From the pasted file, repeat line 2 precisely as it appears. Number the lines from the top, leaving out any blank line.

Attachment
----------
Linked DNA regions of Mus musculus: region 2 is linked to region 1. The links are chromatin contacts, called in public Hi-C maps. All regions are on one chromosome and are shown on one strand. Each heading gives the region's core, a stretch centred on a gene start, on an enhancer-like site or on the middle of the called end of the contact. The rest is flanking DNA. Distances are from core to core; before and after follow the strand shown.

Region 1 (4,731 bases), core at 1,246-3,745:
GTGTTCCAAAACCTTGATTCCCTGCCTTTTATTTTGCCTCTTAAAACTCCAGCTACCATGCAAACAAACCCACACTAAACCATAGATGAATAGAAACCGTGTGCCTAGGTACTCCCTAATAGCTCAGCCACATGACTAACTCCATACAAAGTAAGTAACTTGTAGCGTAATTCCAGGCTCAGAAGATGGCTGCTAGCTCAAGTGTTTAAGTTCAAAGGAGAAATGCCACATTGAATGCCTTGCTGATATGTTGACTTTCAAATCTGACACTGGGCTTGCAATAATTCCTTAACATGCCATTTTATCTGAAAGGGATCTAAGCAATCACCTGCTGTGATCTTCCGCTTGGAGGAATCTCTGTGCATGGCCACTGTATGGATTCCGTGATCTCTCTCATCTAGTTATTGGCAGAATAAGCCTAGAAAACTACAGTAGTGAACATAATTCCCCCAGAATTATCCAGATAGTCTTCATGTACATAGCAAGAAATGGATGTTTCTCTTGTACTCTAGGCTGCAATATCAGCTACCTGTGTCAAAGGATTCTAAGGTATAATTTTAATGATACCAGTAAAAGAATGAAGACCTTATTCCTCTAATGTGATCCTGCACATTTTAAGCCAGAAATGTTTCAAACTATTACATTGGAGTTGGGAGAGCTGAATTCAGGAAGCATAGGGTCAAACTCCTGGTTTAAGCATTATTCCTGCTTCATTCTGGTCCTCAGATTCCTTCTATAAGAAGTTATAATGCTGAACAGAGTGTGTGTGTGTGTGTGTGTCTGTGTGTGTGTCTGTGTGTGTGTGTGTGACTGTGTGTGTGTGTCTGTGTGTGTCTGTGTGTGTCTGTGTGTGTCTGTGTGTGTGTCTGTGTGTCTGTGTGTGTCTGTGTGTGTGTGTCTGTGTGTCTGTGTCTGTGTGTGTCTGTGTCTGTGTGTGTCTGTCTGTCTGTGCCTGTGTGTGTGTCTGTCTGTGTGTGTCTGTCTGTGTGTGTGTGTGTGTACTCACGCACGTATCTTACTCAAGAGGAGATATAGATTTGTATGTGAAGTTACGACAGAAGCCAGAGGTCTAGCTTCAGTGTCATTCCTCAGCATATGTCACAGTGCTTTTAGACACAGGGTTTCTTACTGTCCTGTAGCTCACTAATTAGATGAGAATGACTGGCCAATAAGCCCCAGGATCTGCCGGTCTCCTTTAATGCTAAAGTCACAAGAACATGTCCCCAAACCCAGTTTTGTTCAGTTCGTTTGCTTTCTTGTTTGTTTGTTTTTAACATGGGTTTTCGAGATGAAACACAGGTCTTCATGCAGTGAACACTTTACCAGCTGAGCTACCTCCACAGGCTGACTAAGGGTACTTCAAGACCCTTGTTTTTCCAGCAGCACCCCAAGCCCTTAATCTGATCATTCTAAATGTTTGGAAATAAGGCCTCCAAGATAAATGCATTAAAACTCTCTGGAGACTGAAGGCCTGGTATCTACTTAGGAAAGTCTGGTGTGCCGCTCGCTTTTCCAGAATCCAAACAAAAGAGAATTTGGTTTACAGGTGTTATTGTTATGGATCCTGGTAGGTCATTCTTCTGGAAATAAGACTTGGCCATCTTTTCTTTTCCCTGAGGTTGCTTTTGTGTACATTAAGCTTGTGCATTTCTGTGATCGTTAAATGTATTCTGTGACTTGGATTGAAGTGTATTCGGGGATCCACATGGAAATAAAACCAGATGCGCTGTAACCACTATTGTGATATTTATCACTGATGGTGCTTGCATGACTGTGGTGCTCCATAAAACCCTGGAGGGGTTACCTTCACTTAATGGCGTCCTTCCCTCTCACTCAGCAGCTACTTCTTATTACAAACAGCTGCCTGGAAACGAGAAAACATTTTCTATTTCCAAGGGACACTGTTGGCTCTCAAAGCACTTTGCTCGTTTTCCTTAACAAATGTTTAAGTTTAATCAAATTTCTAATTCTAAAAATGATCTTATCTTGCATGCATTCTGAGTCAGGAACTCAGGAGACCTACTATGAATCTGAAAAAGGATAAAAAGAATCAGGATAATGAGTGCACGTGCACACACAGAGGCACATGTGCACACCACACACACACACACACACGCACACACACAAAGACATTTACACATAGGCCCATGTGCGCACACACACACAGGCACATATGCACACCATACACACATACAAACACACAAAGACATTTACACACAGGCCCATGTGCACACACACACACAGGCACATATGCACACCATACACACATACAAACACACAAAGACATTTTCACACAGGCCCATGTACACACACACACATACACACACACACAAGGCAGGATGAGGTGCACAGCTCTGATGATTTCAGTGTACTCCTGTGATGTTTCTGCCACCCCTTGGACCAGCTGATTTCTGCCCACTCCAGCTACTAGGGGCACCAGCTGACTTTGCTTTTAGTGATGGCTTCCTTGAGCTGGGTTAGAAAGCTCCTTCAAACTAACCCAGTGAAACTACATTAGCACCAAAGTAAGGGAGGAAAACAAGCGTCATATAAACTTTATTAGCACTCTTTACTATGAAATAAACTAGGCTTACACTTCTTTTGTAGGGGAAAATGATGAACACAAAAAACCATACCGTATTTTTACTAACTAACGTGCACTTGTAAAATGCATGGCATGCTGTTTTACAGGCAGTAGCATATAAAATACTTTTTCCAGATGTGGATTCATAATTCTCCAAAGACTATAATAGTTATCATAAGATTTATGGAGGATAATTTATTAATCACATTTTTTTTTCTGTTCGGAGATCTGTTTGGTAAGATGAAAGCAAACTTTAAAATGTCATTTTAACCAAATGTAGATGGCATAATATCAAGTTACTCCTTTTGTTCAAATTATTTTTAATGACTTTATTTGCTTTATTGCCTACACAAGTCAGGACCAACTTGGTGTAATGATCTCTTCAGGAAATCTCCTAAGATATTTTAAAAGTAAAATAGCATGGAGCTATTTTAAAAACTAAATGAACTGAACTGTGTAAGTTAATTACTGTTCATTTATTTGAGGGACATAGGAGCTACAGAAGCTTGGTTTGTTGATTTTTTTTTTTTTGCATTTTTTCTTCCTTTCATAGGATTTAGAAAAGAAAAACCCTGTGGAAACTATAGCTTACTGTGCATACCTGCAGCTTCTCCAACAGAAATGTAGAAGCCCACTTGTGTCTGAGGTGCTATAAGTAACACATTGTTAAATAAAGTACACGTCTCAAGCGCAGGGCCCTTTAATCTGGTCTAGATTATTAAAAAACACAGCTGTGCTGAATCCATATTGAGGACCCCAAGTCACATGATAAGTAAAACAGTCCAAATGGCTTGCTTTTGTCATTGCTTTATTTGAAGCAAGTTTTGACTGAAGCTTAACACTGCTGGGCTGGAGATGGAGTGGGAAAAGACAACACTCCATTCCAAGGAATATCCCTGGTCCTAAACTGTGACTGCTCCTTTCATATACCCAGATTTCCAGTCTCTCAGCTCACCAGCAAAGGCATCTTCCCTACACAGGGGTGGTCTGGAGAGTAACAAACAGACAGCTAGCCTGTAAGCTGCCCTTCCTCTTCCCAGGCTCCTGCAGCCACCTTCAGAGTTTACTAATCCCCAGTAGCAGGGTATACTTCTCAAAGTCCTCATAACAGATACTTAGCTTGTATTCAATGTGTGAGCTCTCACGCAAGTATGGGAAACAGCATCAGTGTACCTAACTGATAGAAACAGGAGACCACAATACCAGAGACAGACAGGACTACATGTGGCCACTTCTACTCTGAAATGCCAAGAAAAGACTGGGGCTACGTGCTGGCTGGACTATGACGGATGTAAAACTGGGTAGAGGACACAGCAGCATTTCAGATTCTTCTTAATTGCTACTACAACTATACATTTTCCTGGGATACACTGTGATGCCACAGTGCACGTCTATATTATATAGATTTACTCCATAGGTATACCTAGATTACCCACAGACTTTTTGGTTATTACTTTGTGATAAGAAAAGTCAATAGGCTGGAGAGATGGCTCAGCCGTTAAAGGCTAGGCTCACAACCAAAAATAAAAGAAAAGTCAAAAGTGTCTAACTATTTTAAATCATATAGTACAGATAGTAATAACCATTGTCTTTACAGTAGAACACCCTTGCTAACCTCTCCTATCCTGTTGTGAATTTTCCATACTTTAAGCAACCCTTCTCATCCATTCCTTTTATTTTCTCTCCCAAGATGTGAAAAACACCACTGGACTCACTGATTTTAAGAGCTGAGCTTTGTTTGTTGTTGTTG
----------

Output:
Region 1 (4,731 bases), core at 1,246-3,745: